When I moved to Columbus I knew that I wanted to be a season ticket holder and am grateful that the long-time season ticket holders — shout out to first few rows of Section 9! — have welcomed me with open arms. They tell me stories of the Clippers’ past as a Yankees affiliate, and we chat about Cleveland Indians players past, present and future. Such closeness has allowed generations to grow side-by-side over their mutual love of America’s pastime, a closeness that is truly at the heart of Minor League Baseball.
One person in particular that makes the Columbus Clippers unique is team historian Joe Santry. I can always count on Joe to tell me an amazing story of Columbus’ baseball past whenever I ask. Joe is one of the true gems of Minor League Baseball and if you haven’t met him yet, I highly recommend making a point to find him at the game. He can be hard to track down, as he is typically documenting the various events that make each game special, but if you do run into him, just ask him for a story. He never disappoints.
Beyond the people, if great eats are your thing, the Clippers do not skimp on the budget-friendly ballpark meals. I buy hot dogs for 10 cents on Mondays, dollar rib bones on Tuesdays, wings for 50 cents on Wednesday, and celebrate the beginning of the weekend each Friday with music, delicious pulled pork sandwiches, and discounted drinks. I could easily gain 10 pounds each summer feasting on all these ballpark treats. And, as if you needed an added bonus, visiting the various parts of the ballpark where they are sold give you all-new vantage points from which to take in the game.
Finally, I would be remiss to not mention the entertainment. You can always count on 2013 MiLB Mascot Mania champion Lou Seal to make his way through the crowd. Children shyly approach to give him a high five while their parents look on, camera in hand. The in-game entertainment brings the always crowd-pleasing hot dog race, among tons of other antics and promotions that often define the MiLB experience.
There is something new happening all the time. But my favorite, from childhood and until now, will always be the Zooperstars! Admittedly, the Zooperstars! are not special to the Clippers organization; they travel to various ballparks throughout the summer. The games are already worth it, but they make it even better. Look them up and if they are at a park near you, YOU MUST GO! Seriously, missing a Zooperstars! game is criminal.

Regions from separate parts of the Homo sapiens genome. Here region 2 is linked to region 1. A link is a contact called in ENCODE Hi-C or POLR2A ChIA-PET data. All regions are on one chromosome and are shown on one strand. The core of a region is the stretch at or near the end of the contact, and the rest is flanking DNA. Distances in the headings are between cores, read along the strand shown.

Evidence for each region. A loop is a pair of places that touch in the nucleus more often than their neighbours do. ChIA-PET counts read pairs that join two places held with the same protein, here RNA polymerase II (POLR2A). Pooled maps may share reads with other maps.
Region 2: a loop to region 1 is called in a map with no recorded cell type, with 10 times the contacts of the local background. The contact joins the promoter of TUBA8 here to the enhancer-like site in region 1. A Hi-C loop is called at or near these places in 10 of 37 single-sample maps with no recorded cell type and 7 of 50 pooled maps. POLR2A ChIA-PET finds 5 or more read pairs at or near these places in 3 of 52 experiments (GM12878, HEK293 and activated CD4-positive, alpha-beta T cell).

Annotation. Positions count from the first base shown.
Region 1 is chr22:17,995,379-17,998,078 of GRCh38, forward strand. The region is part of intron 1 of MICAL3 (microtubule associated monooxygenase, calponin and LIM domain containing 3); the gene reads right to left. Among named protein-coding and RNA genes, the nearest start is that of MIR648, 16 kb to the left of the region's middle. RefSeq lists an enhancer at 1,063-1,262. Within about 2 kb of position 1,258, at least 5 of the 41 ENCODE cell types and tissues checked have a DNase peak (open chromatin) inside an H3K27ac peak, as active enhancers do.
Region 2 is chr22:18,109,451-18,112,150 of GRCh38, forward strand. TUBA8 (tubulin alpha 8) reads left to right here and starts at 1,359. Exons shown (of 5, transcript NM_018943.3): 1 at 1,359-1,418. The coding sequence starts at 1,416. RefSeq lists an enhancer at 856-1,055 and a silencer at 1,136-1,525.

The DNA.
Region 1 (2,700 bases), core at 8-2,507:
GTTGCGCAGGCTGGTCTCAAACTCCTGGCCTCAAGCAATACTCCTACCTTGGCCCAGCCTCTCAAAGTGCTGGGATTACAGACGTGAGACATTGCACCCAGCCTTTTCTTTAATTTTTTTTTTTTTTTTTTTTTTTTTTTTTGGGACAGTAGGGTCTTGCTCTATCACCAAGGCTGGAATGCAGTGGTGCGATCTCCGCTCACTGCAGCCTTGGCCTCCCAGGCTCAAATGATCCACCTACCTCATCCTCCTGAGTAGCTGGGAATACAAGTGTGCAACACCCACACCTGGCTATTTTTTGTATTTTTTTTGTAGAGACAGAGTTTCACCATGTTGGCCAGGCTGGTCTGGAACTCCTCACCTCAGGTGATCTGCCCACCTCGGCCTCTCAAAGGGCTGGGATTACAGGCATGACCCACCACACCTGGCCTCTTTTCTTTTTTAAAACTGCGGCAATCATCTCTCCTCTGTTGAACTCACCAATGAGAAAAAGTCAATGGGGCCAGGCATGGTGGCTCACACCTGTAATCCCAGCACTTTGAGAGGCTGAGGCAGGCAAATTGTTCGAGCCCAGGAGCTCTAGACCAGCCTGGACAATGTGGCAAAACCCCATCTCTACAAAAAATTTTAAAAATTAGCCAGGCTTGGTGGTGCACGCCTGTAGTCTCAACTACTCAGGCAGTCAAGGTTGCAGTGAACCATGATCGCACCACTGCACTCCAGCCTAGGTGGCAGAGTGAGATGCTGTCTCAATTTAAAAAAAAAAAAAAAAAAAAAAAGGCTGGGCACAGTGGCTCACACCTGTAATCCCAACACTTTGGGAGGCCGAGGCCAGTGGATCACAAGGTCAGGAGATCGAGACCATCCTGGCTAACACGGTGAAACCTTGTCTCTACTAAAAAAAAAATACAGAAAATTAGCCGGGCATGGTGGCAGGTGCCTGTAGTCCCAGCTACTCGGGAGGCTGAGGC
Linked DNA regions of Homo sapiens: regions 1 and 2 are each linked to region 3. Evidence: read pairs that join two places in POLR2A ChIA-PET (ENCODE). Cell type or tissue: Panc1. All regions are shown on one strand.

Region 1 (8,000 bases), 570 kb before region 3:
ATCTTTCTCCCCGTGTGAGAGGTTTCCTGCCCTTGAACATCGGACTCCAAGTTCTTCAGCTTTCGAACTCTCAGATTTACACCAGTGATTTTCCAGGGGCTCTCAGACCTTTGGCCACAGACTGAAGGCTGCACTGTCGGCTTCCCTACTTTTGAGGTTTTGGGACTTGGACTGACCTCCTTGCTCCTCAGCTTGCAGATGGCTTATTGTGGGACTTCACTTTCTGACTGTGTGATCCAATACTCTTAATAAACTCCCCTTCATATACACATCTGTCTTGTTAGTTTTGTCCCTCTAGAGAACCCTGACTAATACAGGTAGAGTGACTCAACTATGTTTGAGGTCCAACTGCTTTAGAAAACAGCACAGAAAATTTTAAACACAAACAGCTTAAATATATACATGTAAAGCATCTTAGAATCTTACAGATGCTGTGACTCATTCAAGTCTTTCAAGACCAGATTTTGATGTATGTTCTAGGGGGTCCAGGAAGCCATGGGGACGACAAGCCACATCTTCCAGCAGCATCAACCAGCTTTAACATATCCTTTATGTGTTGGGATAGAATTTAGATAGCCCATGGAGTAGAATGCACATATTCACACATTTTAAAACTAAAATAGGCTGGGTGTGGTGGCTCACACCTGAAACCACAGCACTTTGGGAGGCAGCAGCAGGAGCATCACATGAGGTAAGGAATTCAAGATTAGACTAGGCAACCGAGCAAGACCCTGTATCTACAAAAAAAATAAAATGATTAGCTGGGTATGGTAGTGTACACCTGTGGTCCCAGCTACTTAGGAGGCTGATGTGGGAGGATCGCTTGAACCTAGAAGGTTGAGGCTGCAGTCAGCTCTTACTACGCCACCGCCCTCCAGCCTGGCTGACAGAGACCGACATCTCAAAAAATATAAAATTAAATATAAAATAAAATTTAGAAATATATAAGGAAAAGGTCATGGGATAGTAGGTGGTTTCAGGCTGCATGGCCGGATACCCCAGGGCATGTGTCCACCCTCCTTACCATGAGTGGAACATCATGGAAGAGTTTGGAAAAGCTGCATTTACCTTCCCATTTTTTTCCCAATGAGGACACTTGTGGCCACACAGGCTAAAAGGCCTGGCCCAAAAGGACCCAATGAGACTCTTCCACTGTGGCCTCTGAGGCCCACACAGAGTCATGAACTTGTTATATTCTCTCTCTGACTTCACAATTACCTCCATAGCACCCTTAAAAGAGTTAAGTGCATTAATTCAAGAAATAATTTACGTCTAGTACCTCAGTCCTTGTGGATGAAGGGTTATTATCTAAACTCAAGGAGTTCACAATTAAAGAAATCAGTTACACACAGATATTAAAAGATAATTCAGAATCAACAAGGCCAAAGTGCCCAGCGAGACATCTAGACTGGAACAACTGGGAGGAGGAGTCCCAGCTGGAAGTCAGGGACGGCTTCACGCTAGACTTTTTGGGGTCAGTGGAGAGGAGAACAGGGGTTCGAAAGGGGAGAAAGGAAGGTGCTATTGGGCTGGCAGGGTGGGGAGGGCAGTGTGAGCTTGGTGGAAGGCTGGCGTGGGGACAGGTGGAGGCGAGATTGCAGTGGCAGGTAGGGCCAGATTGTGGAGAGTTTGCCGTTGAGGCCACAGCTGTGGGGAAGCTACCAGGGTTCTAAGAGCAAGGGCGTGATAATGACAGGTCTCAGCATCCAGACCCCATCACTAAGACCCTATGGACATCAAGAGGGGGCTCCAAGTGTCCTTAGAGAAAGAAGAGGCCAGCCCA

If you’re a resident of the Columbus area and haven’t gotten to a game, I’m not sure what you could be waiting for — get yourself to the game! If you’re from out of town, it is well worth the trip. To the Clippers organization: Thank you for making each game memorable. I can’t wait to see what the next several years have in store.
Thanks to Sarah for taking the time to write this and, again: if YOU would like to submit a post for this series, then send an email to the address below. In the meantime, here’s my “On the Road” post detailing my Columbus Clippers experience during the 2014 season.
A distinct blogging dynamic has emerged this offseason, as I find myself splitting my efforts between timely, of-the-moment topics and better-late-than-never guest posts and other leftover 2014 season odds and ends. Today’s post will be dedicated to the former category. This ain’t no Rerun, this is What’s Happening!!
Obligatory pop culture reference now complete. Let’s proceed.
The New Hampshire Fisher Cats are currently in the tail-end of a unique and creative ticket promotion. This promotion is pretty self-explanatory:
Here’s how it works, per the team:
Want to see your photo on a Season Ticket? Post your favorite Fisher Cats-themed photo on our Facebook page, and it could be featured on a 2015 Season Ticket. Submit photos of your family having fun at a game, smiling with Fungo at a parade, or even wearing your favorite Fisher Cats hat at the beach! Post and share your photos here. The deadline is Jan. 10!
As of this writing (the afternoon of January 9), the team had received over 100 submissions. Check it out HERE. And, for what it’s worth, here’s my submission. It was taken at an undisclosed location during a secret visit to the Fisher Cats’ home of Delta Dental Stadium. Earlier in the evening, I had visited the team store to purchase this officially licensed cap.
Kudos to the Potomac Nationals, who did not let the promotion of an integral member of their operation go unnoticed.
Woodbridge, VA–The Potomac Nationals have announced the contract of team Clubhouse Manager, Jeremy Delewski has been purchased by the Syracuse Chiefs, the Washington Nationals’ Triple-A International League affiliate.
According to Syracuse Chiefs officials, Delewski’s promotion from the Class-A Advanced Potomac Nationals to Washington’s Triple-A club was finalized in San Diego, CA during the 2014 Major League Baseball Winter Meetings.
The financial terms of this transaction have not been disclosed.